Fig. 3 Linear regression model of the relationship between the percentage of black kites among raptor carcasses at markets in West and Central Africa (Fig. 1) and year of survey, during 1999–2013.

Characteristics of traded raptors

Our models found strong support for an influence of species’ abundance, habitat, migratory status, and scavenging behaviour on carcass counts. All six plausible models (i.e. models with ΔAICc < 4 of the top model; Table 2) included the influence of species’ abundance and scavenging behaviour, and five and four of the six top models featured habitat and migratory status, respectively. Body mass was represented once in the top model set, and phylogeny and functional group C were not included. The four most important predictors among the six plausible models, in decreasing order of importance, were species’ abundance (relative importance: 1), habitat (0.90), functional group B (0.83), and status (0.72; Table 3). The model-averaged parameters of the top models (Table 3) strongly supported the hypothesis that more common species were represented more often among carcasses than scarcer species. Forest species were less likely to be found in markets than savannah species, or habitat generalists that inhabit both savannah and forests (Fig. 4). Scavenging behaviour increased the probability of being traded compared to non-scavenging (Fig. 4) but there was little support for the idea that obligate scavenging alone was responsible for this pattern (functional group C featured only twice among models with AICc weights ≥ 1%; Table 2). Rather, our results strongly suggest that all species that scavenge frequently (i.e. frequent and obligate scavengers) are traded more commonly than those that consume carrion only rarely or occasionally (Table 3). Species with an Afrotropical breeding range were more likely to be traded compared to those with a Palearctic breeding range (Fig. 4). Although body mass featured in the top model set (relative importance: 0.10; Table 3), the confidence intervals of the body mass predictor included zero, suggesting species’ body mass did not influence carcass counts.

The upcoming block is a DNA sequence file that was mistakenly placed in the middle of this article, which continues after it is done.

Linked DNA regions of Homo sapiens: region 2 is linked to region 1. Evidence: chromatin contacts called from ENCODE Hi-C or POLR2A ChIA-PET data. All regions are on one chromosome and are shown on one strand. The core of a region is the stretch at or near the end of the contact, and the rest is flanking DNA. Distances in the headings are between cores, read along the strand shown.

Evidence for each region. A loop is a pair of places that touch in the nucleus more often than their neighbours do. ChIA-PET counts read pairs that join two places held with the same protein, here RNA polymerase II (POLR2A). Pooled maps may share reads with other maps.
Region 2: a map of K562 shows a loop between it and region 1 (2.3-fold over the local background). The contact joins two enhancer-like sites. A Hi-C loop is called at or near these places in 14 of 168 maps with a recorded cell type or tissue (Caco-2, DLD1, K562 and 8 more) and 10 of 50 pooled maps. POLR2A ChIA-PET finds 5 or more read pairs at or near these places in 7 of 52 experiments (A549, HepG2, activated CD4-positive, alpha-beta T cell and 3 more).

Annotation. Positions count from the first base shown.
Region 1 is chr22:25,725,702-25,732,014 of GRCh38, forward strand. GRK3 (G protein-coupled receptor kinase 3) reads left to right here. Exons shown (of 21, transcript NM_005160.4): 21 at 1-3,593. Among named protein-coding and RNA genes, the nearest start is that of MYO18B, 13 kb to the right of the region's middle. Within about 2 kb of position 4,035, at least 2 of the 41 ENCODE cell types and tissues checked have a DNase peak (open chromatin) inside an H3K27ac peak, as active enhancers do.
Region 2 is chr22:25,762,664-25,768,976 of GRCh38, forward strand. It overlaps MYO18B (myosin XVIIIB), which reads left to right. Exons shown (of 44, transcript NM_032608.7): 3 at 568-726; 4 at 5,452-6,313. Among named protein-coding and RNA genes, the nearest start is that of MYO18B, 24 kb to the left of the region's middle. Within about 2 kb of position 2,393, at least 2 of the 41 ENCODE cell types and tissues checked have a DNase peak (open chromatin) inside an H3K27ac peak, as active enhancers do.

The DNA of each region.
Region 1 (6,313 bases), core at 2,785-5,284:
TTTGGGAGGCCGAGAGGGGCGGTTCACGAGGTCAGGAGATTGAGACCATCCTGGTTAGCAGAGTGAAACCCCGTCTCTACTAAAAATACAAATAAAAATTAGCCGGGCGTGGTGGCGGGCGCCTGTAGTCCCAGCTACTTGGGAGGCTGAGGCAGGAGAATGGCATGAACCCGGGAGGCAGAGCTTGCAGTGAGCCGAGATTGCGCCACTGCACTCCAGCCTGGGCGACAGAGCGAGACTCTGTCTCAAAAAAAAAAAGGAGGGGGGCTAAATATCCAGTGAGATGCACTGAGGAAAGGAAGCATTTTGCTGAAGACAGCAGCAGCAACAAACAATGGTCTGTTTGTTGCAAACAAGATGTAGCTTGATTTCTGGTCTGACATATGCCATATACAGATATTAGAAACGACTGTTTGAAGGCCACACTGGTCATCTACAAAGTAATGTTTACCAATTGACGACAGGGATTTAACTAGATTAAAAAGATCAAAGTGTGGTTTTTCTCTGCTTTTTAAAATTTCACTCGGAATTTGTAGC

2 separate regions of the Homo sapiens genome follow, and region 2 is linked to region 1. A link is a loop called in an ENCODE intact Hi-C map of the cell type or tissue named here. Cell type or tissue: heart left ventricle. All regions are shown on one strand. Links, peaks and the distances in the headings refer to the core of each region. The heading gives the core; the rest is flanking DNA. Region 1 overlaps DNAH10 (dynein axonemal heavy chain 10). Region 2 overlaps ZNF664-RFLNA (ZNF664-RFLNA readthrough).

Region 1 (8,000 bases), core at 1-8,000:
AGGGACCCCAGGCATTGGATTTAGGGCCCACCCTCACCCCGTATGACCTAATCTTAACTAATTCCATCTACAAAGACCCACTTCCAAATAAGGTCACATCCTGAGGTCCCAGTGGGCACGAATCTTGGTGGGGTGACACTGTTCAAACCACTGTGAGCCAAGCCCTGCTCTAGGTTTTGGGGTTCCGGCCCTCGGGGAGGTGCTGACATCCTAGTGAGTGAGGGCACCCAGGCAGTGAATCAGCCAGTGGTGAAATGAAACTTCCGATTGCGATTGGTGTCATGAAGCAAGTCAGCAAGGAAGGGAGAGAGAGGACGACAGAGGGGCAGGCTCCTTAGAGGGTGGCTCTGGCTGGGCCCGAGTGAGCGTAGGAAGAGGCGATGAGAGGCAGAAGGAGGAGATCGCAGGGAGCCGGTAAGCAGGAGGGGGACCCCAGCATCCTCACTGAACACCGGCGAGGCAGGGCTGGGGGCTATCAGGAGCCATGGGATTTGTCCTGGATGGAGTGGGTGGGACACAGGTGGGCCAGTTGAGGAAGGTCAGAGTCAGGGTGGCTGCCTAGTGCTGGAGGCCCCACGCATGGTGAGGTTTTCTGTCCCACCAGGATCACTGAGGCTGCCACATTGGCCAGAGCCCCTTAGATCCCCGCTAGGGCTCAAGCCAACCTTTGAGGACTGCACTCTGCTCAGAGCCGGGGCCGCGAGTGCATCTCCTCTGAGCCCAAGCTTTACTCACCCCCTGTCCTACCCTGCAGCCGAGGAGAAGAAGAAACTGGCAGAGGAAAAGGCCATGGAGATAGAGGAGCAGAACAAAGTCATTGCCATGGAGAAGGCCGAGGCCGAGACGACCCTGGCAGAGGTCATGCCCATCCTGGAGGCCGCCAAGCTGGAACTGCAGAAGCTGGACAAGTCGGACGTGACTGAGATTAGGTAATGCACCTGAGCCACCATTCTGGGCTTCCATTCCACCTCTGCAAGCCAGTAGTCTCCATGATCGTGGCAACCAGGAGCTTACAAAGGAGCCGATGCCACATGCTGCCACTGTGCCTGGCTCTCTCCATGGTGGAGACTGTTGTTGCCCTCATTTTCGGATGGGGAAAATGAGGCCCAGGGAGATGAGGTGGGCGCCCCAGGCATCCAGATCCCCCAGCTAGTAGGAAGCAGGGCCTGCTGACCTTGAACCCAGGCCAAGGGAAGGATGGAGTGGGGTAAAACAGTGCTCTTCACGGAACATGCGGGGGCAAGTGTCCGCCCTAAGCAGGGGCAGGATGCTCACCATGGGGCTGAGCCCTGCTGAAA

Fig. 4 Plots of the modeled relationship between carcass counts of raptor species and the species’ (a) abundance, (b) habitat, (c) functional group B, and (d) status (Table 1), as estimated by the top model (cf. Table 3). Carcass counts are plotted on their original scale. The black horizontal line represents the model-predicted value, with all other variables set to their most common category, and the shaded areas indicate 95% confidence bands; the vertical ticks indicate number of observations.

Table 2 Top generalized linear models (Akaike weight > 1%) examining the relationship between cumulative carcass counts of 52 raptor species (Supplementary Table S2; n = 2,646 carcasses) at markets in 12 countries in West and Central Africa during 1990–2013 (Fig. 1) and the species’ abundance, habitat, functional group, phylogenetic position, body mass, and migratory status (Table 1), with degrees of freedom, corrected Akaike information criterion (AICc), ΔAICc and Akaike weight.

1Listed in order of most to least parsimonious model, after fitting combinations of all possible subsets with each of the three explanatory variables for functional group.

2 The weight of evidence in support of the model (cf. Burnham & Anderson, 2002)

Table 3 Effects of species characteristics assumed to influence cumulative carcass counts of 52 raptor species (n = 2,646 carcasses) at markets in 12 countries in West and Central Africa during 1990–2013 (Fig. 1), with model-averaged parameter estimates for each variable (Table 1) in the six most strongly supported models (Table 2), and the relative importance of explanatory variables.